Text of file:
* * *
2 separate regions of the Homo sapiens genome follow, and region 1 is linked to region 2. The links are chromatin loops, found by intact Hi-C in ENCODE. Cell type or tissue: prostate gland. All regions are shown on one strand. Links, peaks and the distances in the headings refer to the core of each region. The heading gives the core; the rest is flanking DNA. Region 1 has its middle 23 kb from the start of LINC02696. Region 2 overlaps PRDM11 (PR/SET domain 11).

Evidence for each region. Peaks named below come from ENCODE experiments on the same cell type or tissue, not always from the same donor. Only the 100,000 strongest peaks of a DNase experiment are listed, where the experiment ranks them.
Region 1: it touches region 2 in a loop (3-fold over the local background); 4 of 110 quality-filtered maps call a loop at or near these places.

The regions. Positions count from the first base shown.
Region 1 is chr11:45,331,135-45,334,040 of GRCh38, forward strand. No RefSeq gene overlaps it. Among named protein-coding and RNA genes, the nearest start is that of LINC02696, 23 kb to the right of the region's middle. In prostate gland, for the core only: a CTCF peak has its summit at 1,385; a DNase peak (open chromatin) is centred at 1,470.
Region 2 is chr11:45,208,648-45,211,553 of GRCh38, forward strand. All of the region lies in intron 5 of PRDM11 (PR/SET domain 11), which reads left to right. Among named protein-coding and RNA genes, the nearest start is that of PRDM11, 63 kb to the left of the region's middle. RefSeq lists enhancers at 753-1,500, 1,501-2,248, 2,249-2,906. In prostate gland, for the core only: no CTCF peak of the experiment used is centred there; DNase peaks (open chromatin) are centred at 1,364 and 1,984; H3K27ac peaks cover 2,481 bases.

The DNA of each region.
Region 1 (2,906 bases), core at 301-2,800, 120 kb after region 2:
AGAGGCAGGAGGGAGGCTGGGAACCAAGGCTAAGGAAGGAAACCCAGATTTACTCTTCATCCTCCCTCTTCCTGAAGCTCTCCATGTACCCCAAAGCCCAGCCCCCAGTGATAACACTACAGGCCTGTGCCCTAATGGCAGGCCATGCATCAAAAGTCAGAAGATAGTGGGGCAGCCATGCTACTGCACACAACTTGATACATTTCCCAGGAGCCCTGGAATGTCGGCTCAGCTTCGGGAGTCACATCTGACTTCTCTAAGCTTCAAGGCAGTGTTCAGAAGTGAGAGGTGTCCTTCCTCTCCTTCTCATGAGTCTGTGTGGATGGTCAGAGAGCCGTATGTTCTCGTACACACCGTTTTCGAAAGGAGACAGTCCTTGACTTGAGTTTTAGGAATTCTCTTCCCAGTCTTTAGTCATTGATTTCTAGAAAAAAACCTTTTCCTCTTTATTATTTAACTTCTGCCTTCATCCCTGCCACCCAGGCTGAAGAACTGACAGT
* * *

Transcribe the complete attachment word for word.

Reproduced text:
2 separate regions of the Homo sapiens genome follow, and region 1 is linked to region 2. The links are chromatin loops, found by intact Hi-C in ENCODE. Cell type or tissue: prostate gland. All regions are shown on one strand. Links, peaks and the distances in the headings refer to the core of each region. The heading gives the core; the rest is flanking DNA. Region 1 has its middle 23 kb from the start of LINC02696. Region 2 overlaps PRDM11 (PR/SET domain 11).

Evidence for each region. Peaks named below come from ENCODE experiments on the same cell type or tissue, not always from the same donor. Only the 100,000 strongest peaks of a DNase experiment are listed, where the experiment ranks them.
Region 1: it touches region 2 in a loop (3-fold over the local background); 4 of 110 quality-filtered maps call a loop at or near these places.

The regions. Positions count from the first base shown.
Region 1 is chr11:45,331,135-45,334,040 of GRCh38, forward strand. No RefSeq gene overlaps it. Among named protein-coding and RNA genes, the nearest start is that of LINC02696, 23 kb to the right of the region's middle. In prostate gland, for the core only: a CTCF peak has its summit at 1,385; a DNase peak (open chromatin) is centred at 1,470.
Region 2 is chr11:45,208,648-45,211,553 of GRCh38, forward strand. All of the region lies in intron 5 of PRDM11 (PR/SET domain 11), which reads left to right. Among named protein-coding and RNA genes, the nearest start is that of PRDM11, 63 kb to the left of the region's middle. RefSeq lists enhancers at 753-1,500, 1,501-2,248, 2,249-2,906. In prostate gland, for the core only: no CTCF peak of the experiment used is centred there; DNase peaks (open chromatin) are centred at 1,364 and 1,984; H3K27ac peaks cover 2,481 bases.

The DNA of each region.
Region 1 (2,906 bases), core at 301-2,800, 120 kb after region 2:
AGAGGCAGGAGGGAGGCTGGGAACCAAGGCTAAGGAAGGAAACCCAGATTTACTCTTCATCCTCCCTCTTCCTGAAGCTCTCCATGTACCCCAAAGCCCAGCCCCCAGTGATAACACTACAGGCCTGTGCCCTAATGGCAGGCCATGCATCAAAAGTCAGAAGATAGTGGGGCAGCCATGCTACTGCACACAACTTGATACATTTCCCAGGAGCCCTGGAATGTCGGCTCAGCTTCGGGAGTCACATCTGACTTCTCTAAGCTTCAAGGCAGTGTTCAGAAGTGAGAGGTGTCCTTCCTCTCCTTCTCATGAGTCTGTGTGGATGGTCAGAGAGCCGTATGTTCTCGTACACACCGTTTTCGAAAGGAGACAGTCCTTGACTTGAGTTTTAGGAATTCTCTTCCCAGTCTTTAGTCATTGATTTCTAGAAAAAAACCTTTTCCTCTTTATTATTTAACTTCTGCCTTCATCCCTGCCACCCAGGCTGAAGAACTGACAGT